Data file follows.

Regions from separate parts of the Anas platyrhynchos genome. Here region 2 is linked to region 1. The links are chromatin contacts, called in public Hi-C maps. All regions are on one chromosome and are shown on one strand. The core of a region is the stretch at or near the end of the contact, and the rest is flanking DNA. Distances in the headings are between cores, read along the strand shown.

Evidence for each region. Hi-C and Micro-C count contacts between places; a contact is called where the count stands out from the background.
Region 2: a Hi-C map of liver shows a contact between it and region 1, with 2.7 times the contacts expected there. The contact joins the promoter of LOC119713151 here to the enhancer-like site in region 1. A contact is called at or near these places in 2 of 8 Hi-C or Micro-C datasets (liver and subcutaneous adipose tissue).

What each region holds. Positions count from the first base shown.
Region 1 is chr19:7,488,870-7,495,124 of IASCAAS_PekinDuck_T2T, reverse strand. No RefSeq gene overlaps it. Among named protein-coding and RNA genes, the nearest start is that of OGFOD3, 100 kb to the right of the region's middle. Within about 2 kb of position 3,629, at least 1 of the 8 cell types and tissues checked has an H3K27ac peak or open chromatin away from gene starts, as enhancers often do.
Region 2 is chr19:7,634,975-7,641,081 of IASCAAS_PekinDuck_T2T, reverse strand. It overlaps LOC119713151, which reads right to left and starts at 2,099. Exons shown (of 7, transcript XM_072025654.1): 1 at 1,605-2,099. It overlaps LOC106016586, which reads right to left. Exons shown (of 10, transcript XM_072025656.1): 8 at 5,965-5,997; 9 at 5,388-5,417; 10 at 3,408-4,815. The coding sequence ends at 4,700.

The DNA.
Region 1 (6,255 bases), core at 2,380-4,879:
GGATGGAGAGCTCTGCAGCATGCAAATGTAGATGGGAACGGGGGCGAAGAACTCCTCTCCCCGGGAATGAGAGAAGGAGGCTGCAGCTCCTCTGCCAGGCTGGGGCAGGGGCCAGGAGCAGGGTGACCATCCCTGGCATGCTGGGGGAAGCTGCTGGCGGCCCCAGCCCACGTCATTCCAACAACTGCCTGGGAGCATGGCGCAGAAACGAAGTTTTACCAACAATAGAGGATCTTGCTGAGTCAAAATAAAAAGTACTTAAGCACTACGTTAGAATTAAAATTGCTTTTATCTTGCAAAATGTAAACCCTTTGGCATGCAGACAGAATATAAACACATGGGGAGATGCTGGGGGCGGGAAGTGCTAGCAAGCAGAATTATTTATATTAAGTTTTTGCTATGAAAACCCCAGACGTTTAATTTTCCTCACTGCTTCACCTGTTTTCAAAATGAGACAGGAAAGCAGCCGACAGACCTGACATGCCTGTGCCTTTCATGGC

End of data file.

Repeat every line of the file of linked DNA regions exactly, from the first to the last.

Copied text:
Regions from separate parts of the Anas platyrhynchos genome. Here region 2 is linked to region 1. The links are chromatin contacts, called in public Hi-C maps. All regions are on one chromosome and are shown on one strand. The core of a region is the stretch at or near the end of the contact, and the rest is flanking DNA. Distances in the headings are between cores, read along the strand shown.

Evidence for each region. Hi-C and Micro-C count contacts between places; a contact is called where the count stands out from the background.
Region 2: a Hi-C map of liver shows a contact between it and region 1, with 2.7 times the contacts expected there. The contact joins the promoter of LOC119713151 here to the enhancer-like site in region 1. A contact is called at or near these places in 2 of 8 Hi-C or Micro-C datasets (liver and subcutaneous adipose tissue).

What each region holds. Positions count from the first base shown.
Region 1 is chr19:7,488,870-7,495,124 of IASCAAS_PekinDuck_T2T, reverse strand. No RefSeq gene overlaps it. Among named protein-coding and RNA genes, the nearest start is that of OGFOD3, 100 kb to the right of the region's middle. Within about 2 kb of position 3,629, at least 1 of the 8 cell types and tissues checked has an H3K27ac peak or open chromatin away from gene starts, as enhancers often do.
Region 2 is chr19:7,634,975-7,641,081 of IASCAAS_PekinDuck_T2T, reverse strand. It overlaps LOC119713151, which reads right to left and starts at 2,099. Exons shown (of 7, transcript XM_072025654.1): 1 at 1,605-2,099. It overlaps LOC106016586, which reads right to left. Exons shown (of 10, transcript XM_072025656.1): 8 at 5,965-5,997; 9 at 5,388-5,417; 10 at 3,408-4,815. The coding sequence ends at 4,700.

The DNA.
Region 1 (6,255 bases), core at 2,380-4,879:
GGATGGAGAGCTCTGCAGCATGCAAATGTAGATGGGAACGGGGGCGAAGAACTCCTCTCCCCGGGAATGAGAGAAGGAGGCTGCAGCTCCTCTGCCAGGCTGGGGCAGGGGCCAGGAGCAGGGTGACCATCCCTGGCATGCTGGGGGAAGCTGCTGGCGGCCCCAGCCCACGTCATTCCAACAACTGCCTGGGAGCATGGCGCAGAAACGAAGTTTTACCAACAATAGAGGATCTTGCTGAGTCAAAATAAAAAGTACTTAAGCACTACGTTAGAATTAAAATTGCTTTTATCTTGCAAAATGTAAACCCTTTGGCATGCAGACAGAATATAAACACATGGGGAGATGCTGGGGGCGGGAAGTGCTAGCAAGCAGAATTATTTATATTAAGTTTTTGCTATGAAAACCCCAGACGTTTAATTTTCCTCACTGCTTCACCTGTTTTCAAAATGAGACAGGAAAGCAGCCGACAGACCTGACATGCCTGTGCCTTTCATGGC